Consensus mechanisms

This article is a translation of the German IOTA Beginner’s Guide by Schmucklos.

Consensus mechanisms

Financial service providers such as Visa or Mastercard do not need consensus mechanisms, as they control the entire network themselves. When someone uses their Visa credit card, the information is sent to a central database managed by Visa. All Visa credit card users trust that the company will protect all sensitive personal information and process the transactions they order. Because only Visa controls the network, it can reverse and censor transactions. In addition to censorship and the resulting lack of power to resolve disputes, these centralized databases are also exposed to increased risk of hacking and corruption.

With the release of the Bitcoin Blockchain in 2009, a solution to conduct transactions in a peer-to-peer network in a trustworthy, traceable and immutable manner is available for the first time. In such a network, there is no superior authority to ensure that all participants adhere to the established rules. Meanwhile, there are different consensus mechanisms to ensure that all participants in a decentralized network agree on the rules.

What is a consensus mechanism?

A consensus mechanism is the way in which a group of people without a superior authority reaches a decision and ensures agreement.

A consensus mechanism is mainly responsible for three things:

  • It ensures that the next block in a blockchain is the one and only version of the truth.
  • It prevents malicious attackers from taking over the system and successfully forking the chain. To do so 51% of hash power is required.
  • It ensures reliability for the network, which includes multiple nodes, and is one of the most important aspects because it ensures the integrity of the data. One of the main goals of the consensus mechanisms is to prevent users from spending the same coin twice (double spending). If a user could send the same coin to two different wallets, the supply of coins could be inflated indefinitely, which would lead to hyperinflation (significant decrease in purchasing power). To avoid double spending, each computer that manages the blockchain must have the same information about which wallets contain which values. Therefore, users of the blockchain must constantly update the transaction history to keep all wallet balances up to date.

There are currently about three dozen different consensus mechanisms, but none of them is perfect. Each consensus mechanism has its own strengths and weaknesses. In the following I will roughly describe the most important ones:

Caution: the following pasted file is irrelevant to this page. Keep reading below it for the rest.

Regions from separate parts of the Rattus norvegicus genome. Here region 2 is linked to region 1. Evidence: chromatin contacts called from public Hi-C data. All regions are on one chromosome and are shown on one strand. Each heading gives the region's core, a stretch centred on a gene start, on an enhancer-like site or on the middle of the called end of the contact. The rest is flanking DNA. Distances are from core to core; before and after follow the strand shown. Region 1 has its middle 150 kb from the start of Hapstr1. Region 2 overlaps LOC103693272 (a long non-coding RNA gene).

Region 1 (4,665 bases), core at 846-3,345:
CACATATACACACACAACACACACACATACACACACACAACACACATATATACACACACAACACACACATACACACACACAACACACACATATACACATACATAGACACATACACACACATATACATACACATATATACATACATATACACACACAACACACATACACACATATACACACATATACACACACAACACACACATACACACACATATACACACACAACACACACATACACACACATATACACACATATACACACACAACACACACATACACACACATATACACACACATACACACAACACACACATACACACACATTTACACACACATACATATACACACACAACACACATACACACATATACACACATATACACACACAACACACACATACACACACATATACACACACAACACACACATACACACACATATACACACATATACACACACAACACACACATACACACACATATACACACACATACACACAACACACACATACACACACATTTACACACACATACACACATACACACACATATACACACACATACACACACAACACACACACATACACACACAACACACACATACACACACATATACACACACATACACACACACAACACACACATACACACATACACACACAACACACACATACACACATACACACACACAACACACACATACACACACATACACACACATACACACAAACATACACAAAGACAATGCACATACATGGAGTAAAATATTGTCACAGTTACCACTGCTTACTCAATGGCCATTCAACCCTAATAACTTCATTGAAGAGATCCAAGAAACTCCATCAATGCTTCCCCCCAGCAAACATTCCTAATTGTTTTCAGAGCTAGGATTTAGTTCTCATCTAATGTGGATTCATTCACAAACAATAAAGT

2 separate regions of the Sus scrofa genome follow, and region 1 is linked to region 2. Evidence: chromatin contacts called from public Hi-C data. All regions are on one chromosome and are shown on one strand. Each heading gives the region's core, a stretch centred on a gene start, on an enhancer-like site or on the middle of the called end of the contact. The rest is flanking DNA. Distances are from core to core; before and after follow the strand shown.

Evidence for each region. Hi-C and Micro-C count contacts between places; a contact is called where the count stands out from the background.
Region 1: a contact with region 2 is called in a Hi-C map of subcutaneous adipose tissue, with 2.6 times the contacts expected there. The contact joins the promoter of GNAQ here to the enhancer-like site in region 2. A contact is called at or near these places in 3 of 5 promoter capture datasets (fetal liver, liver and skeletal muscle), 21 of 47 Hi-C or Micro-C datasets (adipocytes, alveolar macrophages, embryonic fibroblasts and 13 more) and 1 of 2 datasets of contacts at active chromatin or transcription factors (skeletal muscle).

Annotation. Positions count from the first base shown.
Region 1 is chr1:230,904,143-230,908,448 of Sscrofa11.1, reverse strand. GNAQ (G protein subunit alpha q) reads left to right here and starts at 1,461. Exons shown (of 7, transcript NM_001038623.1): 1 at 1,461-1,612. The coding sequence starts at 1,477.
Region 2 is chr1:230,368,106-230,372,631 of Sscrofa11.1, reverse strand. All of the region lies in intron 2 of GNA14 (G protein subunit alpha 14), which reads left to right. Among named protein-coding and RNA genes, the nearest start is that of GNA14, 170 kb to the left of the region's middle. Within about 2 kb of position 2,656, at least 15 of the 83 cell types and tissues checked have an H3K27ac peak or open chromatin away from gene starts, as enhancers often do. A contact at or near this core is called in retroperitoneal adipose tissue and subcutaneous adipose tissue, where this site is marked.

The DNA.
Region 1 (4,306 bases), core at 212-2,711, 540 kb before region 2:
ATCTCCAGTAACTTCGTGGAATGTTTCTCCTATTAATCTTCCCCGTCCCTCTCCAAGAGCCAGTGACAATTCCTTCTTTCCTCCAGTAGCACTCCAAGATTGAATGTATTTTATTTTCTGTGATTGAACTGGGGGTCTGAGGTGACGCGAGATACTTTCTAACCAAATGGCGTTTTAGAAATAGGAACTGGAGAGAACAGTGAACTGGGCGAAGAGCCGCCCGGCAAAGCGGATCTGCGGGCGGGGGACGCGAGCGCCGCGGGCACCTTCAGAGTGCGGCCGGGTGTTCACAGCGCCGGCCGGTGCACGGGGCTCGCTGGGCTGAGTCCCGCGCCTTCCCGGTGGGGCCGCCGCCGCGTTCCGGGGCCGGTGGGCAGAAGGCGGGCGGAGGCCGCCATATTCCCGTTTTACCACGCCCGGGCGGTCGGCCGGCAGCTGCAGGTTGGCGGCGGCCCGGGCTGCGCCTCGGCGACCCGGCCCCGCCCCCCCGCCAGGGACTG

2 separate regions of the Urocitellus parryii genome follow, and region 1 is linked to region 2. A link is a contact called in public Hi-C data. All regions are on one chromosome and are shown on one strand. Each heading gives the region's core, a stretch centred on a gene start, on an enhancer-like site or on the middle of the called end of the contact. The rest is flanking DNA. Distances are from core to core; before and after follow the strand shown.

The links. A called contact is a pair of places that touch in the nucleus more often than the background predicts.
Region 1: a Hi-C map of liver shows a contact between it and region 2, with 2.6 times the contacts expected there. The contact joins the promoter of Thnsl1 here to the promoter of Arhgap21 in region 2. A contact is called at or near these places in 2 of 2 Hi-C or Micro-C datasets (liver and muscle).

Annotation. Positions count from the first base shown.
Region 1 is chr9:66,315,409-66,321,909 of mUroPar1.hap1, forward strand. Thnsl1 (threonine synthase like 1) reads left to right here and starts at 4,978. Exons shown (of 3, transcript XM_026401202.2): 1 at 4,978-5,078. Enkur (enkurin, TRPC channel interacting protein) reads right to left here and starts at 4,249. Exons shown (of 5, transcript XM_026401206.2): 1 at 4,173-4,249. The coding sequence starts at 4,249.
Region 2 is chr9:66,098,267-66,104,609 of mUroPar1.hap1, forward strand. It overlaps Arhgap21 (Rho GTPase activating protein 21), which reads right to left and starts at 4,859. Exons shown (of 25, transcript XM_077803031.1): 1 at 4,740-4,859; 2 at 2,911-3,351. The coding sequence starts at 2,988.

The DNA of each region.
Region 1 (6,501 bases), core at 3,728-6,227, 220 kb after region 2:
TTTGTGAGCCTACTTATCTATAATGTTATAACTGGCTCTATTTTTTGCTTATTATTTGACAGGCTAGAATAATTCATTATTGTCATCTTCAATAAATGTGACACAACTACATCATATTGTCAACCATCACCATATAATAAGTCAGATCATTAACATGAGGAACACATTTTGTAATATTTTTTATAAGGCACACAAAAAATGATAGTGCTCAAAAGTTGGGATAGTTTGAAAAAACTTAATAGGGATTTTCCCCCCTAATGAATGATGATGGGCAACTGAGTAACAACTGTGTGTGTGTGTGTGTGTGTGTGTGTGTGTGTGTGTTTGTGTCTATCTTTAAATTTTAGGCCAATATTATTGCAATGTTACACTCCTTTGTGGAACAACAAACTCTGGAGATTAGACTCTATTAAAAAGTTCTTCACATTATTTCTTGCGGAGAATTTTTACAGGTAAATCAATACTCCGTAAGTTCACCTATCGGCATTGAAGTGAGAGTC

Proof of Work (PoW)

Proof of Work (PoW) is the very first distributed consensus mechanism. It was developed by Bitcoin creator Satoshi Nakamoto. This consensus mechanism has already been described in the topic Blockchain: function & disadvantages.

Proof of Stake (PoS)

Proof of Stake (PoS) is a consensus mechanism that requires no special mining hardware. All coins are created right at the beginning (premining) and their quantity does not change. This means that there is no block premium in the PoS system so that miners cannot charge transaction fees. In PoS each node is linked to an address and the more coins this address contains, the more likely it is to create the next block. The address which is allowed to place the next block is determined by chance, but the more coins it has, the more chances it has to do so.

An attacker who wants to perform a fraudulent transaction would need more than 50% of all coins to complete the required transactions reliably. The purchase of this amount of coins would drive up the price and make such an undertaking unaffordable.

Since the PoS system is not as energy consuming as PoW, the costs do not have to be covered in the same way as for Bitcoin. Thus, PoS systems are well suited for platforms with a static number of coins without the inflation of block rewards (creation of new coins). The rewards for staking consist only of transaction fees.

Delegated Proof of Stake (DPoS)

Delegated Proof of Stake (DPoS) was developed in 2014 by Daniel Larimer who was significantly involved in the development of the crypto currencies BitShares, STEEM and EOS.

The principle of DPoS is based on the principle of PoS, with the difference that the work of the stakeholders is outsourced to third parties. In other words, the coin owner can vote for certain delegates to secure the network in his name.

The delegates can also be called witnesses and are responsible for reaching consensus when creating and validating new blocks. Voting rights are proportional to the number of coins each user holds on his address. The voting system varies from project to project, but in general each delegate makes an individual proposal when asking for votes. Usually, the rewards collected by the delegates are shared proportionally with their respective voters. Therefore, the DPoS algorithm creates a voting system that depends directly on the delegates’ call. If a dialed node behaves poorly or does not work efficiently, it is quickly rejected and replaced by another. In terms of performance, DPoS block chains are more scalable because they can process more transactions per second.

Other consensus mechanisms include proof of asset, storage, intelligence, believability, devotion, retrievability, authority, …

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Last Updated on 16. February 2021